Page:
Being a horror film fan, I am almost always drawn to stories that depict the supernatural and the occult. I have seen a ton of exorcism films and most of them always have a common denominator, it is a classic struggle between the forces of good and the personification of evil. Well, “Exorcismus” is a film by Spanish filmmakers that has been shot in Australia in the English language. It is still the common exorcism film but it tries to do something different; if only the direction by Manuel Carballo was more capable in bringing forth all the aces up its sleeve.
A young 15-year old named Emma (Sophie Vavasseur) has started to exhibit real odd behavior that may point to insanity. Her parents, John (Richard Felix) and Lucy (Jo Anne Sotckham) sends her to a psychologist but it was until something truly unreal happens that they realize that it may be demonic possession. They decide to call in a priest who is also her uncle Christopher (Stephen Billington) to help her. But can he really help young Emma before this family is destroyed by evil?
Unlike other exorcism films, “Exorcismo” tries to do something different. Most exorcism films deal with the suffering of the victim while serving up scares and suspense to keep the viewer on their feet. The script does still do all these things, but rather than allowing creepy occurrences and images to drive the film, it takes the viewer into a viewpoint where he could see just how a family can be affected, both directly and indirectly by evil. This was a good move, there was never any doubt that young Emma had been possessed. The question lies as to the why and the how, as the direction brings such details into exposition. It is all good as we see this evil work its manipulation and coercion through images, hallucinations and even lies. There was indeed something real and sinister as we see the characters fall victim to their desires and vanity, their disbelief and lack of faith.
The performances were decent; and I was actually quite taken by the lead. The visual effects were good for an exorcism picture and stays true to past groundwork made popular by “The Exorcist” as with vomiting, making objects move by themselves and a repugnance to religious objects. The film really began to pick up when it reaches the exorcism scenes. There were some genuinely creepy images that gave me Goosebumps. I also liked the twist in the final act of the film, as it showed that even the more righteous intentions can be corrupted; that even the righteous can be a puppet to their own vanity and desires.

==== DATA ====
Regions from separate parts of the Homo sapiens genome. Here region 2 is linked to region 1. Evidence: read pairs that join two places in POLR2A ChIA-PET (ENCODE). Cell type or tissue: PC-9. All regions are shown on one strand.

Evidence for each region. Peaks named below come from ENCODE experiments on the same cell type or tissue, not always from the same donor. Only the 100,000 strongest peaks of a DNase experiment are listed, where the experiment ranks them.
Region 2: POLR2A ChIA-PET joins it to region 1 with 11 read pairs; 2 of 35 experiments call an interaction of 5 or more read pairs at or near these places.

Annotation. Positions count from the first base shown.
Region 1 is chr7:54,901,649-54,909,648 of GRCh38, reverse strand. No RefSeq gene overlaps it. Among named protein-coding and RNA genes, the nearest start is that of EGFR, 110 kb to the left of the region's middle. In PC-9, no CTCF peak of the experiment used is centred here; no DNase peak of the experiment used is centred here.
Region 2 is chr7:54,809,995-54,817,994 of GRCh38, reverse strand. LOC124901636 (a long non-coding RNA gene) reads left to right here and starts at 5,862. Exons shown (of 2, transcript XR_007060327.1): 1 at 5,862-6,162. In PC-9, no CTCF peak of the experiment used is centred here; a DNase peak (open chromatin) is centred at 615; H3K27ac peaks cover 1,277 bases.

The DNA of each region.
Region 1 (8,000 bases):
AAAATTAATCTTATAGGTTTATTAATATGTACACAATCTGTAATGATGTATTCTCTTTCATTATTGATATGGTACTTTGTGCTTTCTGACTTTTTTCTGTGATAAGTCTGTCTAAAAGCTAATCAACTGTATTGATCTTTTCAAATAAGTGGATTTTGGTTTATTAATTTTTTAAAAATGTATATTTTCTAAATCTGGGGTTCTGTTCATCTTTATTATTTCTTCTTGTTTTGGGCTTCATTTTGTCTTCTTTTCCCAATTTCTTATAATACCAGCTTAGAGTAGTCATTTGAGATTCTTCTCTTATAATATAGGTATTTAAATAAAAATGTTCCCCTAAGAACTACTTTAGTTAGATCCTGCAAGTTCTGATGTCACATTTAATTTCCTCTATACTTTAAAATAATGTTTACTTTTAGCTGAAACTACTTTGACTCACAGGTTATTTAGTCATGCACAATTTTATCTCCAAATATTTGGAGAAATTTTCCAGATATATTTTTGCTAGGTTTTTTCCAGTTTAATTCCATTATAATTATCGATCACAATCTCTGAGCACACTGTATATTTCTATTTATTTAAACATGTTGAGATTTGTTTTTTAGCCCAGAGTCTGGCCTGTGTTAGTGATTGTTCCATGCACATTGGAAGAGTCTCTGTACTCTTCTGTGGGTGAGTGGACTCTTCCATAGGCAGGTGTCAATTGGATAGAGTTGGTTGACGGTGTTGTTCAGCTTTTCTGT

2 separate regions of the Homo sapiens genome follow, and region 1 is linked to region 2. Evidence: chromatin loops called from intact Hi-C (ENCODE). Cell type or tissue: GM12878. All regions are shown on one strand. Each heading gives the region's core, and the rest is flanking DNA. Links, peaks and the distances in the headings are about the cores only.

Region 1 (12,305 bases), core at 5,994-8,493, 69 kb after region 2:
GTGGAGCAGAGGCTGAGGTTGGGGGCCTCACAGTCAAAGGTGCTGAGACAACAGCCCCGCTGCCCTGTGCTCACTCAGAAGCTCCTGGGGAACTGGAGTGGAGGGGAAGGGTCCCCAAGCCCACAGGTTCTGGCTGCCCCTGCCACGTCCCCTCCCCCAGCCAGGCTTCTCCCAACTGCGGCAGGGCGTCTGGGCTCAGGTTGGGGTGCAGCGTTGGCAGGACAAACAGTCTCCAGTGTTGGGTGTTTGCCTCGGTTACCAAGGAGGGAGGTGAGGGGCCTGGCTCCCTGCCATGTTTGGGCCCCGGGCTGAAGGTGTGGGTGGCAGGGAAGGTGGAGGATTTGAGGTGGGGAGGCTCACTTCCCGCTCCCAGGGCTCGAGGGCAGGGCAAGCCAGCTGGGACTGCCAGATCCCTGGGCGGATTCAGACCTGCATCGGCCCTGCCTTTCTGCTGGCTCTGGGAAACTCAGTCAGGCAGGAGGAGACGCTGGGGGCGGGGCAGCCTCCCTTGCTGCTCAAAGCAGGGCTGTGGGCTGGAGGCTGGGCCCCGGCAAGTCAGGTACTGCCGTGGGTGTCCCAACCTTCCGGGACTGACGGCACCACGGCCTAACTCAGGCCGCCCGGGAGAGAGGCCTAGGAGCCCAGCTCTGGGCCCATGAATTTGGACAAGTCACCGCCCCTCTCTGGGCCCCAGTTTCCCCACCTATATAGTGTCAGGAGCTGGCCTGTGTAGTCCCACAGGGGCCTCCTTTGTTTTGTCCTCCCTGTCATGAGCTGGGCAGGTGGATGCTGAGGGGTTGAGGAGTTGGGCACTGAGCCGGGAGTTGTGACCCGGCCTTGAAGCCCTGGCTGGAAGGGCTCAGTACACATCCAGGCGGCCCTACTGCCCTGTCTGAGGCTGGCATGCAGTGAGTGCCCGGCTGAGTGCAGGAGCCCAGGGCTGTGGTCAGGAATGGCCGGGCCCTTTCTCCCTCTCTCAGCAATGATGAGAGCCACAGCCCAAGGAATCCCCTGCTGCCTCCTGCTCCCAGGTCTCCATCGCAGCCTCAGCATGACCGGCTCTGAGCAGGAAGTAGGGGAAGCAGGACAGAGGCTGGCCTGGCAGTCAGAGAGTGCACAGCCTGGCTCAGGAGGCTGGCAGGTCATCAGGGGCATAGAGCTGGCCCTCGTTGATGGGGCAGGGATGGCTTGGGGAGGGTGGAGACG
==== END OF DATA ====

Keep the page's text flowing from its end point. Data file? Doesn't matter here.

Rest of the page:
Yes, there were several things that could have made this a fine film. The problem was the way it was intentionally fragmented to expose certain key plot points. In some ways, it moved quickly and yet, it was so slow in expressing the needed emotions. As a result, it appeared as though there was a lot to take in from the plot, even though there really wasn’t much. It moved a little too rushed that I felt the need to rush into any emotion. The direction felt real heavy-handed that it missed the need to inspire emotion to induce a credible scare. I really did not enjoy the way the film was shot, in some small way, I felt like I was watching a music video.
Which was just too bad. The film had enough ambition and imagination to come up with a credible horror film. It had enough thought that it would’ve been fine to go forward with a more dramatic approach. The way it was paced killed every possible effect the film could’ve gotten with me. Instead, “Exorcismus” is not an essential watch for a horror fan. It would only be good enough to see as a rental since it has all the devices needed for a film of its kind. It could’ve been really good and somewhat original, but it killed all the emotions by being too fragmented and a tad too preachy.
RENTAL [2 ½ Out of 5 Stars]
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This dark tale of supernatural possession from director Manuel Carballo combines classic horror with riveting family drama. Fifteen-year-old Emma (Sophie Vavasseur, Resident Evil: Apocalypse) is going through the growing pains of teen life, believing her parents don't understand her and longing for the independence that's still a few years away. When Emma falls prey to a series of seizures that leave doctors and psychologists baffled, her parents summon a priest (Doug Bradley) to help the girl. But what lurks inside Emma is far more dangerous than they could have ever imagined. EXORCISMUS mounts to a pitch of horror from which you won't be able to turn away.